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The Missing Morgan

By: Lauren Taylor

I always felt a part of me was missing; I never knew it was true.

My mom says I'm an only child, but I never believed her. Last Thursday I found out something that changed my life.

"Mom, why did we have to clean out the garage today? There are so many better things I could be doing!" I yelled at my mom. She was always nit-picking and wanting to clean something. Last week, it was, "Let's clean the basement!" Thursday, I guess, she just felt like cleaning the garage.

"Savannah, we don't even have room to park our car in here! Besides, the more help we have cleaning, the faster it gets done," she explained.

I picked up a box and put it outside, and dropped it, landing with a clank. "Oops..." I hoped that wasn't an expensive vase or anything.

"I'm going to take a break. I'll be back out in a minute," my mom told me. She walked inside.

Yeah, she just left me there, hoping I would clean it up all by myself.


I picked up an old box with scribble I couldn't read on top of it. I pulled up a dusty lawn chair and sat down. As I opened the box, a spider crawled out from it. I jumped back, startled, then squished it with an old boot. I sat back down and continued to open the box.

There was a ton of old pictures, evidently of my great-grandparents or something. Then I saw a smaller box, labeled "Savannah and..." I couldn't read the writing. It looked like my dad's writing, but I couldn't tell for sure.

I opened the box and saw many baby pictures of me in it. I flipped through the pictures, and found one of me and a little boy, who looked just like me, sitting on the back porch of my old house in South Carolina. I suddenly got a weird feeling in my stomach. It was probably a cousin of mine. We looked just alike, and we we're probably three years old, or so when the picture was taken. We had ice cream all over our face, and we had an arm around each other. I never knew I had a boy cousin my age though. I thought I only had one about six years older than me. I decided to take the picture in my house and ask my mom.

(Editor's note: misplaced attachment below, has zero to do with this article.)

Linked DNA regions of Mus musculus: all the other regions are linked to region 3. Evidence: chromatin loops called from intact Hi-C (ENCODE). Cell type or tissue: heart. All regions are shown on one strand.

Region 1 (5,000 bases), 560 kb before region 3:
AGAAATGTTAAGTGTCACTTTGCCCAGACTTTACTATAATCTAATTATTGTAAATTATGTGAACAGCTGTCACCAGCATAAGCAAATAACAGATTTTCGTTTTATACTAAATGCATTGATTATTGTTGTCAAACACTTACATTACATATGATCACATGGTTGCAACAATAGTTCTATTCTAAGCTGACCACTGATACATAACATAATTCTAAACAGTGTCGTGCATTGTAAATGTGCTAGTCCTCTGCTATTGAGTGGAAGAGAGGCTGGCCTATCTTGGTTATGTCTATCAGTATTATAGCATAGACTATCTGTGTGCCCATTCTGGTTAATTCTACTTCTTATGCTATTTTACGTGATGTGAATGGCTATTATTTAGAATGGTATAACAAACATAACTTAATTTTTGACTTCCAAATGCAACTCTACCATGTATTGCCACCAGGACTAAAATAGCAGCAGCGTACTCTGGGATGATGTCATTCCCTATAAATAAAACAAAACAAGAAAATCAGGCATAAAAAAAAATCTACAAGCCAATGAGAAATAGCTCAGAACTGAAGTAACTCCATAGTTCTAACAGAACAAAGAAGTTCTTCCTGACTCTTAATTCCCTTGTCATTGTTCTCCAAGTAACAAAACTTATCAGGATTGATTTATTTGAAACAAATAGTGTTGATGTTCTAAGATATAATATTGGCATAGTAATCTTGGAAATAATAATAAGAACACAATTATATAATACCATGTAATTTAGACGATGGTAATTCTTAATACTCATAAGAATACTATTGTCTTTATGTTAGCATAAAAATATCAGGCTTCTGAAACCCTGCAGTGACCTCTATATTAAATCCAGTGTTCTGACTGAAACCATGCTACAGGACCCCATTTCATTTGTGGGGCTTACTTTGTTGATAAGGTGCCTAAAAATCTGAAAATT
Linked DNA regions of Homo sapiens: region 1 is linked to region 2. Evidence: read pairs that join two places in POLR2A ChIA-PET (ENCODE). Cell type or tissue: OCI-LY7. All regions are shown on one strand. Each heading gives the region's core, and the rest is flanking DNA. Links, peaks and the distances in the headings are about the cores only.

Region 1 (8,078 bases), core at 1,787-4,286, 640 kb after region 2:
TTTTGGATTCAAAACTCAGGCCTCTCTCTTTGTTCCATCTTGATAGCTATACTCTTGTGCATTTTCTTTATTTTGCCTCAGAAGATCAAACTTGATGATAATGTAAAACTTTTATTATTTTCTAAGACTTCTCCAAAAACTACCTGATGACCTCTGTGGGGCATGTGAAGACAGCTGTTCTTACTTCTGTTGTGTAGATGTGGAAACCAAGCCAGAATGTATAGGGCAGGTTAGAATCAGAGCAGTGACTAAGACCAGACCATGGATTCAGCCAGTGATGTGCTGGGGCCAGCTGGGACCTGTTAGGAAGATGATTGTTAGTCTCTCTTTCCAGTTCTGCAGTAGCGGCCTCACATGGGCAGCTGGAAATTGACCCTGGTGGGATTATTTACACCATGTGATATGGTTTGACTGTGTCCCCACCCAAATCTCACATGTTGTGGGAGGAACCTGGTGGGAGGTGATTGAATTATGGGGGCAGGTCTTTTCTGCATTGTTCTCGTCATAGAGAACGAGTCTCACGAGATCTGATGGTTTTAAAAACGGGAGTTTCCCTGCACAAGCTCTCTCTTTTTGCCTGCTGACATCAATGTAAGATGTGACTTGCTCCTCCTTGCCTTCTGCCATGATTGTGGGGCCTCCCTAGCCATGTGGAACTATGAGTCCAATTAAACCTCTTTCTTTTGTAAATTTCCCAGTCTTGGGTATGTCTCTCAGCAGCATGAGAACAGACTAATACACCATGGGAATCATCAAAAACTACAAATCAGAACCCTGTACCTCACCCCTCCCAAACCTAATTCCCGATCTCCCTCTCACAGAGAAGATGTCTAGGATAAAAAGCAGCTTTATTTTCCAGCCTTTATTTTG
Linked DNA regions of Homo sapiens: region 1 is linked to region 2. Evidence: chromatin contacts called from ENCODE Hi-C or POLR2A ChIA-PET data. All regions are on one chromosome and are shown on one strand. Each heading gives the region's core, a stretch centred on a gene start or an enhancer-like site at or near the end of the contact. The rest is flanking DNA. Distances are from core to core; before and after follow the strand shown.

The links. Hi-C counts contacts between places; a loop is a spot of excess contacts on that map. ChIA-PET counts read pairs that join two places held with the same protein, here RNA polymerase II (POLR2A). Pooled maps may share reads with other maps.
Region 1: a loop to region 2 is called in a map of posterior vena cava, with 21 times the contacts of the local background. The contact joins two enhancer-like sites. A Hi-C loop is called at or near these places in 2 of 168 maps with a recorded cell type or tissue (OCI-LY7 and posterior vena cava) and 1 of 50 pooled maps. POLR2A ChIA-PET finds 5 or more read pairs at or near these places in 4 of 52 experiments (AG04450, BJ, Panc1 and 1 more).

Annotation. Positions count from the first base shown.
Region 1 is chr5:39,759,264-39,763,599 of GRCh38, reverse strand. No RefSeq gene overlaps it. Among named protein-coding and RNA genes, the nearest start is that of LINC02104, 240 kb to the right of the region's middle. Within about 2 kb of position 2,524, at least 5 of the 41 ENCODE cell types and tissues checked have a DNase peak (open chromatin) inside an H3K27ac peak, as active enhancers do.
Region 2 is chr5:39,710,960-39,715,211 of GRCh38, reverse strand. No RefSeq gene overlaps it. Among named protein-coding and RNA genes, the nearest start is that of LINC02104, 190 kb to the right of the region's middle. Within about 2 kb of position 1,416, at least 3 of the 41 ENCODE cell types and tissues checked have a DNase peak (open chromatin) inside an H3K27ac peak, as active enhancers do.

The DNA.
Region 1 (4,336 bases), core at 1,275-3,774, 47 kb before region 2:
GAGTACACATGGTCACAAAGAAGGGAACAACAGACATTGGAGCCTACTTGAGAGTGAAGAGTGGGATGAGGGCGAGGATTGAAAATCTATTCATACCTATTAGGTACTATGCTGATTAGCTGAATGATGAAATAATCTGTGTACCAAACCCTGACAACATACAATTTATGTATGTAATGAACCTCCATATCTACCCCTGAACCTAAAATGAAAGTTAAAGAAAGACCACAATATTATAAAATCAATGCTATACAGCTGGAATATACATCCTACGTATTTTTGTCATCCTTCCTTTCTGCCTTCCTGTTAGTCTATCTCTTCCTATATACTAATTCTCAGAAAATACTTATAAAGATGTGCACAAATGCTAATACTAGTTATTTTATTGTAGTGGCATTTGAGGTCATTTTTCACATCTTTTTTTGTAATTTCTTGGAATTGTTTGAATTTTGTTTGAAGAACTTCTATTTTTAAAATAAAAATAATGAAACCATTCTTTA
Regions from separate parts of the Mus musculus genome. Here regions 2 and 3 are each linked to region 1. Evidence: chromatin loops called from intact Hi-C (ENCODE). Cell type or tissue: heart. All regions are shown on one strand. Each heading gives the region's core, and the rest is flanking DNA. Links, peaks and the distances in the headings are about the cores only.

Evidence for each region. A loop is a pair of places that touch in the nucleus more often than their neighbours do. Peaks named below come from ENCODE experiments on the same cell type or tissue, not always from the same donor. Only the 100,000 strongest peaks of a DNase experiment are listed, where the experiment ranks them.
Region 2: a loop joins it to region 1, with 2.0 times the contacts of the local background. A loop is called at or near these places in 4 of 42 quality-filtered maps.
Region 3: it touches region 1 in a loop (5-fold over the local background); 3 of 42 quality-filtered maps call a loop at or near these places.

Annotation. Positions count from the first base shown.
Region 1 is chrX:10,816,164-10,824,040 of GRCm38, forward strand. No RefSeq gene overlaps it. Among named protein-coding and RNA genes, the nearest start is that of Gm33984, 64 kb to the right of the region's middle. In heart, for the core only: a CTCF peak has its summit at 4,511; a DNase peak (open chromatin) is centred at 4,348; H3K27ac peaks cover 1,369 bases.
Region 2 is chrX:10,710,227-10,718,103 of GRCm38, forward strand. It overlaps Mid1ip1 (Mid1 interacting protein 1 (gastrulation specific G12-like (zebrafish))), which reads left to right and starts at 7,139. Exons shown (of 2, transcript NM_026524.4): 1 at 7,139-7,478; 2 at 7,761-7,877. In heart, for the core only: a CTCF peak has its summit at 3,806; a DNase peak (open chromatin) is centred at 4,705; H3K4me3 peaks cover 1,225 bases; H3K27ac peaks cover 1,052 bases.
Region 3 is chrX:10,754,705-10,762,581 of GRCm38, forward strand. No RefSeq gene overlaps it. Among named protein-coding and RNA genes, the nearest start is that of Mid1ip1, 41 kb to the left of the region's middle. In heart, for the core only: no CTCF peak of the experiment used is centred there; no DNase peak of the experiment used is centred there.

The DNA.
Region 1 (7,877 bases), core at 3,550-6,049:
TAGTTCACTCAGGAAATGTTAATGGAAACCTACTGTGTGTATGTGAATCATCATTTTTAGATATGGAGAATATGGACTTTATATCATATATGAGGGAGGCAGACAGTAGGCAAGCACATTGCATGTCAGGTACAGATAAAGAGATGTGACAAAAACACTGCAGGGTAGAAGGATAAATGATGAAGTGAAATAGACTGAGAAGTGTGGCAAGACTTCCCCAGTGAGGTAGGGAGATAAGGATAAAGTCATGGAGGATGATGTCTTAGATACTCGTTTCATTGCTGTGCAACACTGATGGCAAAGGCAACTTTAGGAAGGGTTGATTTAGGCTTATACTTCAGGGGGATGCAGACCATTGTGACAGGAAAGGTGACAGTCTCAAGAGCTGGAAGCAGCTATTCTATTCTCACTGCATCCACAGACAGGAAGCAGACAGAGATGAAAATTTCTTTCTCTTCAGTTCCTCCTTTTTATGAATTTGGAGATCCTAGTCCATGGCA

"Mom, can I ask you a question?" I walked over to the couch where she was sitting, drinking her tea and watching soaps.

"Sure, honey, what is it?" She gently placed her tea on a coaster, and eyed me carefully.

I sat down beside her, and showed her the picture. "Who's this? Is he a cousin I didn't know about or something?"

My mom's face turned pale and she quickly turned off the TV. She looked as if she had seen a flying goat. She then cleared her throat and sat up very straight. "Honey, let me go get your father. I'll be right back." She stood and abruptly walked to her room, opening the door to go inside, then closing it. I could hear them talking quietly, as if a big secret was about to come forth. I wondered what was going on.

Finally, my mom walked out, my dad trailing close behind. They both sat down beside me. Silence. My dad finally broke it.

"Savannah, we knew one day we were going to have to tell you this, and we're going to be truthful."

Uh oh, I thought. My dad only calls me "Savannah" when he's about to give me a serious talk. I wasn't looking forward to what was about to be said.

My mom held up the picture in front of me. "Savannah, this boy is Mark, Mark Morgan. He was kid-napped, so we think, and went missing when he was four years old. No one has seen him since."

"So is he like my cousin or friend or something?"

"Not exactly, Sunny. He's...he''re brother. Your twin brother."

I was in full on shock. My mouth dropped about twenty feet below me. A wave of adrenaline hit me like a rush of cold water. I didn't expect this. I had no words. A million questions raced through my mind, and a million reasons why I had felt so lonely when I was a kid. I still had one important question. "Why didn't I remember this?"

"Because, ironically, two nights after, you were playing on the playground and you fell off the jungle gym, and hit your head so hard, you got amnesia. So, we didn't want you to question us about the boy in the pictures and about the room with so much stuff in it next to yours, we just box up all his things and put them away." Tears came slowly to my mom's eyes.

"It's been eleven years since he went missing. He went missing on March 4, 1992," my dad stated. He got up and opened the cabinet in the TV stand. He pulled out a large brown envelope, labeled, "Mark Chandler Morgan - Unsolved Mysteries." My heart dropped. My brother was even on TV. My dad handed the envelope with the tape to me. "You need to watch this; maybe it will bring back some memories."


I put the tape in my VCR and pressed play. I sat back on my bean-bag chair and watched the host appear on the screen.

"Hello, and welcome to Unsolved Mysteries. I'm your host, Robert Stack. Tonight, we will look at a case where four year-old son, Mark Chandler Morgan, went missing without a trace."

It showed pictures of my brother, and even some home video clips of us playing in the back yard. It made me so sad to know I could have a twin brother out there right now, alive, breathing, and running about. Even if he was dead, I wish I knew where he was and how he got there. No wonder my whole child hood was depressing. I had no brother to share the fun with. But I was determined to do one thing: I was gonna find my brother, dead or alive, and even if it took my whole life, I was going to find him.